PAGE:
It is estimated that the average percentage of the final retail cost of a garment made in the developing world, which goes to the garment worker, ranges from 0.5- 4%.

3. The impact of shifting production and short term sourcing relationships

The structure of global garment production continues to shift as new low wage factories enter the market. It has become common place for western companies to shift factories and even countries with very little notice meaning that workers cannot be given long term contracts and are frequently treated as temporary workers or laid off.

‘We are never sure of whether the next order will be coming. You cannot therefore engage people on a regular basis when you are not sure that there will be work’ Oxfam (2004) (Trading Away Our Rights: women working in global supply chains, www.maketradefair.com)

Temporary workers often do not receiving the same benefits as permanent employees such as health insurance and holiday pay. Some factories are moving towards employing more workers on a temporary basis to avoid being locked in to a permanent contract – this means the workers have little job security.

Razia, garment worker in Lahore, Pakistan: Razia has been working at her factory for three years but is still a temporary worker. She starts work at 7am and finishes at 10 or 11pm. She has no fixed working hours and often has no idea when she will be back home. (Research in Subcontracting Chains in the Pakistani Garment Industry, Working Women Organisation, 2003)

4. Initiatives torwards change

The Ethical Fashion Forum works with its members systematically, on an annual basis, to achieve improved social and environmental standards.

MADE-BY offers fashion companies. advice and support for gradually improving the social, economic and ecological conditions throughout the whole supply chain of their collections.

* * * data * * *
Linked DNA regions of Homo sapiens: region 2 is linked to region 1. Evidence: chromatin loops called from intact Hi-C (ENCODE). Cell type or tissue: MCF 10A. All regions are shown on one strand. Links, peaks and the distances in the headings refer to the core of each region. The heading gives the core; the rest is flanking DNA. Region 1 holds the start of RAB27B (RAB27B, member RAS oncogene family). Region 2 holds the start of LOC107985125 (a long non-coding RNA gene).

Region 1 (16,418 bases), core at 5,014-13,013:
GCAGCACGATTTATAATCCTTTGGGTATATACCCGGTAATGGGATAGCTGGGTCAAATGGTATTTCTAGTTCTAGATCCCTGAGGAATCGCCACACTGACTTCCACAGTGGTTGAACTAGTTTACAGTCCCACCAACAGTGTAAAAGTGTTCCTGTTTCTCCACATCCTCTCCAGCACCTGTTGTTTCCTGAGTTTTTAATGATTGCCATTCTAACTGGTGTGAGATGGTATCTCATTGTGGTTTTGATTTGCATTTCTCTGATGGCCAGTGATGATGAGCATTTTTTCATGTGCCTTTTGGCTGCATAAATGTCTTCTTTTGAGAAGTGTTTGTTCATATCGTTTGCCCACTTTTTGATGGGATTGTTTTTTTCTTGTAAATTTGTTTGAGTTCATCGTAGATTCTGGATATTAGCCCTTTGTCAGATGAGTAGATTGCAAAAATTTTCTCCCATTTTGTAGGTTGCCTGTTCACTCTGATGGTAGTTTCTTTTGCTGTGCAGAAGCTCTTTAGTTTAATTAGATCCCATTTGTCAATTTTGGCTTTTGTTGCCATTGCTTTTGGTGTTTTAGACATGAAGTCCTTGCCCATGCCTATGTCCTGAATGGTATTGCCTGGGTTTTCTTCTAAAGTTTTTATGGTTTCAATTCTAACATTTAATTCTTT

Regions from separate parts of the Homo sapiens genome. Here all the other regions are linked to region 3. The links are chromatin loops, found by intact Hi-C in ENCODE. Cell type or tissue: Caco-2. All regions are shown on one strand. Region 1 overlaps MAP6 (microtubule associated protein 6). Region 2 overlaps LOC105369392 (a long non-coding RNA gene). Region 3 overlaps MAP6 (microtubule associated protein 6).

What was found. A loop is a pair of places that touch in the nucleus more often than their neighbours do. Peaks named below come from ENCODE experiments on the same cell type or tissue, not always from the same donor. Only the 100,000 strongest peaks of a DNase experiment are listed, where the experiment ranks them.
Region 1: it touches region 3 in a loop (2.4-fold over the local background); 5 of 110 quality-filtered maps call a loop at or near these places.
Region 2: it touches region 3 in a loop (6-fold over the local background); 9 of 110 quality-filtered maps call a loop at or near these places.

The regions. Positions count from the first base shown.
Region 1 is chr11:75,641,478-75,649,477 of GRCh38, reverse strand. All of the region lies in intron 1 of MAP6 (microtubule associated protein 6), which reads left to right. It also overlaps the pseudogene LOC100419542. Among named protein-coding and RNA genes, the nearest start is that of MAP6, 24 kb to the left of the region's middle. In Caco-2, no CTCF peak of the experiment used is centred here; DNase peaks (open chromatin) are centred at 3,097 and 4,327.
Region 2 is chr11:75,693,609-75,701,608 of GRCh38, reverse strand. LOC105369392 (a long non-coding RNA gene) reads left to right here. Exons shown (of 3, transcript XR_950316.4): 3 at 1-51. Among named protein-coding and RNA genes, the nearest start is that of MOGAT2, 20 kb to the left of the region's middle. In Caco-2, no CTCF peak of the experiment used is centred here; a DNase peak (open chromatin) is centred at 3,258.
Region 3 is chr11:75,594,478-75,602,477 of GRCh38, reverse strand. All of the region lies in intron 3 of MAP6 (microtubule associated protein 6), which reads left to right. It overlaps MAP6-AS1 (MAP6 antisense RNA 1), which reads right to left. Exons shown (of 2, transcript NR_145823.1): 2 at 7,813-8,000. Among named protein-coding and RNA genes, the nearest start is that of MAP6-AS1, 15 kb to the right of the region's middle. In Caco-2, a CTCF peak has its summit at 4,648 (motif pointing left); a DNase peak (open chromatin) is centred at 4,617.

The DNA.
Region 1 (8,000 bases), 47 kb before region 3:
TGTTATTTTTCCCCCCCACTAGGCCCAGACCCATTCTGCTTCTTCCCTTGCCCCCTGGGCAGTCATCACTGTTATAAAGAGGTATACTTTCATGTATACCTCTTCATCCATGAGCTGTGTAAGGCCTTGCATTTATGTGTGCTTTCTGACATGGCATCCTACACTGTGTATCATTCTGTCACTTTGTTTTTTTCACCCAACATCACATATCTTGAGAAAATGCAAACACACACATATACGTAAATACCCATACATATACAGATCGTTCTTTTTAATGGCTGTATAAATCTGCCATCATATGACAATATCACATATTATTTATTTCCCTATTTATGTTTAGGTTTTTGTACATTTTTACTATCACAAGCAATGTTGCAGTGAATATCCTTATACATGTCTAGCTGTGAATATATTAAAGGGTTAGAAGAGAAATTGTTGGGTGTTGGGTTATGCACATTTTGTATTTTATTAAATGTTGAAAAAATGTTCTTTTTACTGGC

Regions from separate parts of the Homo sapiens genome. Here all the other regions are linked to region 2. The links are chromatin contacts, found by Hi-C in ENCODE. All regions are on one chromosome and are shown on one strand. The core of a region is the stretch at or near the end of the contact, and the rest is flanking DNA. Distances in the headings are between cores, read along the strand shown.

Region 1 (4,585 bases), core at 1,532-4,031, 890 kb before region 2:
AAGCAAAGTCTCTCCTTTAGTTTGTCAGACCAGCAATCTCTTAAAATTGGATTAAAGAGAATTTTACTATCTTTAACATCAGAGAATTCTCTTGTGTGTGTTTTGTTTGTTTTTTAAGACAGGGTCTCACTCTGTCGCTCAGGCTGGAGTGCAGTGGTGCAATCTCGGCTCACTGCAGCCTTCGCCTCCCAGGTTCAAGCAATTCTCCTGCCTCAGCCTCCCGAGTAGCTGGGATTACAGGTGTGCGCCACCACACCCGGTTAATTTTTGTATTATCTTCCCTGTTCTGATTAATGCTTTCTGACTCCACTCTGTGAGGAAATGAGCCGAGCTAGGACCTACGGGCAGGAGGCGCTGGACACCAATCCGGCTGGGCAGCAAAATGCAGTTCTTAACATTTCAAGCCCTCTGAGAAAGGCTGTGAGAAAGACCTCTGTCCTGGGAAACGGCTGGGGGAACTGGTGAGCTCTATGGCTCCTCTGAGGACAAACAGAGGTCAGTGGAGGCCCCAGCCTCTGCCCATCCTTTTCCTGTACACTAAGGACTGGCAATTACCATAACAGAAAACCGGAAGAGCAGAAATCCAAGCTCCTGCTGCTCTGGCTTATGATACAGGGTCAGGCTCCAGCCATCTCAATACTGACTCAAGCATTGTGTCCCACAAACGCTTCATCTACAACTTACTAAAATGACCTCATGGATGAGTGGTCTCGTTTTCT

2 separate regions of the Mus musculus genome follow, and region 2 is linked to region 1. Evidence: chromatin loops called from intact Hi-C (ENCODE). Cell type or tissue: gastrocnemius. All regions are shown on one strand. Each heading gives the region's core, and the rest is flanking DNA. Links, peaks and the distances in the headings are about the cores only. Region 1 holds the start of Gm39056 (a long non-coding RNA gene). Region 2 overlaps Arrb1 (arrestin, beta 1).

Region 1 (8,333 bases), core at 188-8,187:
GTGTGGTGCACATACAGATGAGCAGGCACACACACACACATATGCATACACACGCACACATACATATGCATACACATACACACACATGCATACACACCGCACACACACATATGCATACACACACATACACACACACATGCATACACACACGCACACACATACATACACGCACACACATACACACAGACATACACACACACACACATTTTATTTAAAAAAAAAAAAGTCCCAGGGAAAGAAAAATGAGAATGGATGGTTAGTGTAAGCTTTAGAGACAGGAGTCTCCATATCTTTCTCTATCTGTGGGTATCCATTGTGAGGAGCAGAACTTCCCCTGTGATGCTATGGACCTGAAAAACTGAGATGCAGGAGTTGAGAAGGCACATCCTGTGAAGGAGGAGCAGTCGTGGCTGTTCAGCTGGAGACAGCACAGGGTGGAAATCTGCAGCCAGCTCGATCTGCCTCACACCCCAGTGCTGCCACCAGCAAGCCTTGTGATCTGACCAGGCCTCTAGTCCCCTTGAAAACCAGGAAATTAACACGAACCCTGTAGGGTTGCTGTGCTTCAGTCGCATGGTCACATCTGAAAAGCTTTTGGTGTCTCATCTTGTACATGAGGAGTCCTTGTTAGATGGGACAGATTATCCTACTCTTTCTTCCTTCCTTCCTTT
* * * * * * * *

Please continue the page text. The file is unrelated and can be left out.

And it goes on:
The Ethical Trading Initiative (ETI) aims to help companies, trade unions and NGOs to meet or exceed international labour standards. Companies engaging with the ETI make a commitment to change over time to their supply chain this is done through a personalised membership criteria including the ETI base code. Each member must produce an annual report to the ETI on their performance.

More information

Useful links

  • Labour Behind the Label supports garment workers' efforts worldwide to defend their rights.This part of the website contains introductory information about the problems, solutions, and greenwash that surround workers' rights campaigning in the fashion industry.

  • Fashioning an Ethical Industry -FEI-is a Labour Behind the Label project that works with students and tutors on fashion related courses to give a global overview of the garment industry. FEI has produced a range of factsheets for students and tutors, providing background and case studies to the issues facing garment workers the world over.

  • The Responsible Purchasing Initiative seeks to learn from and improve how international sourcing from developing countries contributes to international sustainable development. A set of guidelines can be found on the RPI website.